Shaq Comes Out Of Rap Retirement To Ether LaVar Ball. Technical Foul! (Audio)
Over the last couple of months Shaquille O’Neal and LaVar Ball, two of basketball’s most colorful personalities, have been exchanging sharp words. Shaq, one of the most dominant big men to ever play the sport, took issue with the Ball family’s decision to price the sneakers of LaVar’s son, Lonzo Ball, this year’s #2 overall draft pick in the NBA, at $500 a pair. When Shaq learned of the shoes’ cost in May, he tweeted to LaVar “Hey @Lavarbigballer real big baller brands don’t over charge kids for shoes.” LaVar, who has quickly established himself as one of the most outspoken people in sports, never responded to Shaq’s criticism but, earlier this month, he did say that he and his son LaMelo would “kill Shaq and Shareef,” Shaq’s son, presumably in a game of basketball. O’Neal did not respond to Ball’s post, but, apparently, Ball awakened a slumbering giant (literally), and he has brought Shaq out of retirement. However, O’Neal is not accepting Ball’s challenge for a game of two on two (yet). Instead, he’s sharpened his Shaq Fu and gotten back behind the mic.
As fans know, Shaq was not just a hobbyist as an MC. The big man was arguably the best ball player to get behind the microphone. In his heyday in the 90s, Shaq had tracks with RZA, Method Man, Phife Dawg, Erick Sermon, Redman, Fu-Schnickens and more. He released 3 albums, with the first going all the way to #25 on the Billboard album chart. Today, he showed that Shaq the MC is still diesel, as he unleashed a 3-minute diss of Ball over Jay-Z’s “Blueprint (Momma Loves Me).”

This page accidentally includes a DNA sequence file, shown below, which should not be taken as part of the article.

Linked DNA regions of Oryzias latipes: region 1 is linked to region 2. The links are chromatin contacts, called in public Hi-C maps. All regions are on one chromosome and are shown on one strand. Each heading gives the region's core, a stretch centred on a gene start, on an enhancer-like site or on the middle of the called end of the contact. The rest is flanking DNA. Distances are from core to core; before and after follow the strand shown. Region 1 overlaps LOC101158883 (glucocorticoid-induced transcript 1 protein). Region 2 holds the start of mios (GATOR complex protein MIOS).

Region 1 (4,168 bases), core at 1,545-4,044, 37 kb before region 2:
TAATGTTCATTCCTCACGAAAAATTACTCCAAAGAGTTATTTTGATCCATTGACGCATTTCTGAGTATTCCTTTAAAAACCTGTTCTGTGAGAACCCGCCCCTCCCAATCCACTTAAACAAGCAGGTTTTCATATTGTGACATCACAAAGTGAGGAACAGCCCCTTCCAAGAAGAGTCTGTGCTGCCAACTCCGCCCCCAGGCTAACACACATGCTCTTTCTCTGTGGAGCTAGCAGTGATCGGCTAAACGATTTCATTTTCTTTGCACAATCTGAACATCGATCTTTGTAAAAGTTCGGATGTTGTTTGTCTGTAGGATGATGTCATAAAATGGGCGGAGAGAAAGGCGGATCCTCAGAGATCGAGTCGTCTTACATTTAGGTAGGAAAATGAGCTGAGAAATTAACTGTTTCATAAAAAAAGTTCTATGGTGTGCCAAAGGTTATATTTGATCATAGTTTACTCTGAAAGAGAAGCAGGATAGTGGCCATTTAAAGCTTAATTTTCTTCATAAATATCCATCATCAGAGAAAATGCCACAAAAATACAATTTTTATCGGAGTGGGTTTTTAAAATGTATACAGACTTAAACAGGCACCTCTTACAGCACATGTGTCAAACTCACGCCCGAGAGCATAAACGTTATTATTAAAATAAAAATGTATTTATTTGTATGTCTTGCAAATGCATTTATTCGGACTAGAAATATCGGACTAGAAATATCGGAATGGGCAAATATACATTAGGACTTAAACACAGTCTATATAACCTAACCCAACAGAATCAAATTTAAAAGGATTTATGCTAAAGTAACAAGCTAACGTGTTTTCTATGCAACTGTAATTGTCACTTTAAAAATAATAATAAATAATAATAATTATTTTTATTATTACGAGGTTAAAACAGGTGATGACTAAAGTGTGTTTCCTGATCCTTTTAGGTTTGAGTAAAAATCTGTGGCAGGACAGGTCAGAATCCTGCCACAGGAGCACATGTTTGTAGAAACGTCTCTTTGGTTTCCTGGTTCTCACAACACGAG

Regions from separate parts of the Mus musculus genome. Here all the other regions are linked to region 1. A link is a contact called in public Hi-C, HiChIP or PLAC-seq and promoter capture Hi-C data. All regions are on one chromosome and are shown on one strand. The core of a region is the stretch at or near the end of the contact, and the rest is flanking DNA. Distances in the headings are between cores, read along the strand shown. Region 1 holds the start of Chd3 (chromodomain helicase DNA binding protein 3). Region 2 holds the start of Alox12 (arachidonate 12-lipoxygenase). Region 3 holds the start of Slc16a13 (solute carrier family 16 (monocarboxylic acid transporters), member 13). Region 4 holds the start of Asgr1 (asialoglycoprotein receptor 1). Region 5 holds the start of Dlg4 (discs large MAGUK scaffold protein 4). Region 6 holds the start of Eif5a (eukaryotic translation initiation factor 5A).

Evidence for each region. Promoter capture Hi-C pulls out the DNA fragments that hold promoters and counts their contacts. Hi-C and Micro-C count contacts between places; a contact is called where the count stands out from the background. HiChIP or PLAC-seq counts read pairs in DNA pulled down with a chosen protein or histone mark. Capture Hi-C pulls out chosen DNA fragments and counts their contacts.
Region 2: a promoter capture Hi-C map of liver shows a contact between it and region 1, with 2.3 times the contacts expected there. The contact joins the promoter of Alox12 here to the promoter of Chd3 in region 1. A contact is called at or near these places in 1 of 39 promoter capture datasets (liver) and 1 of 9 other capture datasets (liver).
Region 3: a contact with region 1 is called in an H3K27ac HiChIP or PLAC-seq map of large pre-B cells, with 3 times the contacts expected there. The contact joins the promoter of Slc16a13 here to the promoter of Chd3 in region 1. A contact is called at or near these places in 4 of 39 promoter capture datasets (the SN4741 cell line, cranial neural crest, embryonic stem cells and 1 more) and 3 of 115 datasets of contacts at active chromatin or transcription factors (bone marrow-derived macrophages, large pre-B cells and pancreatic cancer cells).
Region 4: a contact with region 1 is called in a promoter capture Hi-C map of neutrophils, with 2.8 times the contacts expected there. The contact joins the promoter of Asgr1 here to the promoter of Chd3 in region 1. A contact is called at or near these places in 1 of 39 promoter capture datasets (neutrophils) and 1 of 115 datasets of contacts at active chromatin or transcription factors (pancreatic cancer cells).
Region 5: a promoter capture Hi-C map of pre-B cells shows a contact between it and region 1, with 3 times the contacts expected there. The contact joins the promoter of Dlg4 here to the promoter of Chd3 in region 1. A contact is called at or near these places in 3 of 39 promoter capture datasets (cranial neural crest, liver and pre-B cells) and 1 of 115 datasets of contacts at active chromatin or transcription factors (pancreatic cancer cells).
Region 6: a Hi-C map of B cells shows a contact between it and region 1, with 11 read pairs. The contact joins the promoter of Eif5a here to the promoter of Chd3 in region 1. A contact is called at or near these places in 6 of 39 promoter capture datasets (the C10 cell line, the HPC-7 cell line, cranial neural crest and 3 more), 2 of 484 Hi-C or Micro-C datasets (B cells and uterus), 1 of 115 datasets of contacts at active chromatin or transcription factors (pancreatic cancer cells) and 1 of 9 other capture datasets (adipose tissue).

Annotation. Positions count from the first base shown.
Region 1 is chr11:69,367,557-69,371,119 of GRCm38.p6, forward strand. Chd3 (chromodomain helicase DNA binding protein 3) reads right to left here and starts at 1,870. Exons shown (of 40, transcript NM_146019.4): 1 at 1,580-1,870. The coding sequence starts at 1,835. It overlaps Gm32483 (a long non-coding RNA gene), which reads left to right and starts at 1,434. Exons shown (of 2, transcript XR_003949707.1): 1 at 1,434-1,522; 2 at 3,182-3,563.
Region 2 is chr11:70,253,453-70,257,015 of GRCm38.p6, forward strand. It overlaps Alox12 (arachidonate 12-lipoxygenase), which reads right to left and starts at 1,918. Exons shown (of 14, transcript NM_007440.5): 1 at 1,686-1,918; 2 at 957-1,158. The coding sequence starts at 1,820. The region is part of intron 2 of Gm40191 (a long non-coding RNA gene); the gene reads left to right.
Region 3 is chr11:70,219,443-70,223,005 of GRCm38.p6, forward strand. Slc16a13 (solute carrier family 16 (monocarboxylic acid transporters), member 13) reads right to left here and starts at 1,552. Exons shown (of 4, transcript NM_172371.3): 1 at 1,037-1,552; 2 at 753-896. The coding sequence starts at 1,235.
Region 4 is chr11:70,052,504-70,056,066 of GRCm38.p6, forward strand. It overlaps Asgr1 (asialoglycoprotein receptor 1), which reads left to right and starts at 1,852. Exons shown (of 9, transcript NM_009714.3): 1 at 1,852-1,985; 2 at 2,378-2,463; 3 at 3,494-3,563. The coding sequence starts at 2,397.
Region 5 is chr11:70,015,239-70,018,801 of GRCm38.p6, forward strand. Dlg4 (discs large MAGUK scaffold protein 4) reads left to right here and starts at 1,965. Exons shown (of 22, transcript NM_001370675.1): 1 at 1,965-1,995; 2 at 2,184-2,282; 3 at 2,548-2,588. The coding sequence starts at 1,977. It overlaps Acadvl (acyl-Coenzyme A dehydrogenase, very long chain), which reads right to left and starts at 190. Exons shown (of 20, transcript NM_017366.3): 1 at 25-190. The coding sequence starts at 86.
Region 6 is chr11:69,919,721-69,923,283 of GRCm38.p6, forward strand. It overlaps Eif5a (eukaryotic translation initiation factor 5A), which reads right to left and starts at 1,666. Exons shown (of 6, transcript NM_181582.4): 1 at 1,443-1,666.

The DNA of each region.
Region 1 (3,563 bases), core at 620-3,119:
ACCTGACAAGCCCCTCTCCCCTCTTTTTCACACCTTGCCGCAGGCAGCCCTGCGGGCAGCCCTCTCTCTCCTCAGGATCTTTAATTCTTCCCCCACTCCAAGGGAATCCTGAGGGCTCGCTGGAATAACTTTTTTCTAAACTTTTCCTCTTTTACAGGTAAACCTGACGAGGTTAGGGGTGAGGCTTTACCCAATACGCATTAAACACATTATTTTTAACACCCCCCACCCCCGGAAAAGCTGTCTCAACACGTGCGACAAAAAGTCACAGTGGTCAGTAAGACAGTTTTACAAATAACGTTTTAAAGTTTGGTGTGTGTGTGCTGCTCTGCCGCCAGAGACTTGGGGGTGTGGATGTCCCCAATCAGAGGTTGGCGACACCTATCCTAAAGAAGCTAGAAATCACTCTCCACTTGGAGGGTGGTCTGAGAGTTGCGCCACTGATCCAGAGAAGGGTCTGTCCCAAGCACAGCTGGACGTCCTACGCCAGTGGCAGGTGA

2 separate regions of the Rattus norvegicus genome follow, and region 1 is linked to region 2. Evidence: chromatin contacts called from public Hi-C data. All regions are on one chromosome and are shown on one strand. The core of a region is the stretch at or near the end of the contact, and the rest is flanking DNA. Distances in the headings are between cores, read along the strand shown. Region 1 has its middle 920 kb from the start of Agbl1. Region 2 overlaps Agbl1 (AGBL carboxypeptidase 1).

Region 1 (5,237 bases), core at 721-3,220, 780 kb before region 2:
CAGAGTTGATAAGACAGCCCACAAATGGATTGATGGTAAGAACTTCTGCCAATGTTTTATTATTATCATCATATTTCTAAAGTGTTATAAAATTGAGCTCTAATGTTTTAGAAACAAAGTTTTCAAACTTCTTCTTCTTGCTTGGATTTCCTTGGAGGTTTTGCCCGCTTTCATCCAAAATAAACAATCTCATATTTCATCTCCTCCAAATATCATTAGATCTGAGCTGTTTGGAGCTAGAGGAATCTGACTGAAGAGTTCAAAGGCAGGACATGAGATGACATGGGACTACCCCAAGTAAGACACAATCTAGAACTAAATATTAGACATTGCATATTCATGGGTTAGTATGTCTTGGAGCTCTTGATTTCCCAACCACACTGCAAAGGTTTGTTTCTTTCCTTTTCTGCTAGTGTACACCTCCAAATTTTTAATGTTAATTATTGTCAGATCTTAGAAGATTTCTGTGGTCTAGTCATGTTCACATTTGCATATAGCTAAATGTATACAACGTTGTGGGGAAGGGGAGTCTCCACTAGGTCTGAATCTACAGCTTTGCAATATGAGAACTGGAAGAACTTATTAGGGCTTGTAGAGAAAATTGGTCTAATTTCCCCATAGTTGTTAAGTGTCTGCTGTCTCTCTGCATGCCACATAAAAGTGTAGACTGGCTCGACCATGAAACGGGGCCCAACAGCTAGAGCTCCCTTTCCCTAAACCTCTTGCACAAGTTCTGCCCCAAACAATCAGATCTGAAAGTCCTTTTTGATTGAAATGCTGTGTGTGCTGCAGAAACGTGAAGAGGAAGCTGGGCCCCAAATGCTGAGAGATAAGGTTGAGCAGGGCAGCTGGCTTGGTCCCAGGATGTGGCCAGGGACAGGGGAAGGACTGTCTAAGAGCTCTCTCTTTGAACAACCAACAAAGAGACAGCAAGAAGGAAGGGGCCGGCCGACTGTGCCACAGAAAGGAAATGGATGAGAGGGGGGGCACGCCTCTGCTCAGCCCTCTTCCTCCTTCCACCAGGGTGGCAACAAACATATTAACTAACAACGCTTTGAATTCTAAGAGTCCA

On the untitled track, Shaq wastes no time in getting right to the source of his beef. “Dudes talking loud, I don’t understand / Walking around like they the true Big Baller Brand / How you think that, I’m about to spit facts / I walk in Reebok in ’92, I came out with them Shaqs / I’ve been doing this a long time / When you was averaging two points, riding the pine / You see my t shirts, you see my feet work / Big baller brand, that was me first.”
Shaq’s bars aren’t just reserved for Ball, though. He also serves up some words about former teammates, with lines like “Penny love me, Kobe hate me / D Wade tell me Pat Riley was gon’ trade me / That ain’t faze me, nothin’ faze me / Jerry Maguire with this flow – pay me.” Not only are the lines entertaining, Shaq uses them in the same cadence that JAY-Z does on the original song, where he raps phrases like “Momma loved me, pop left me.”
While Shaq has shown himself to be supremely engaging on and off the court, what makes this record so entertaining is that it’s just downright good. As Shaq says on the song, “Big Daddy Kane, no half-steppin.”
It will take quite a feat for Ball to top this. For now, he can’t stop the reign.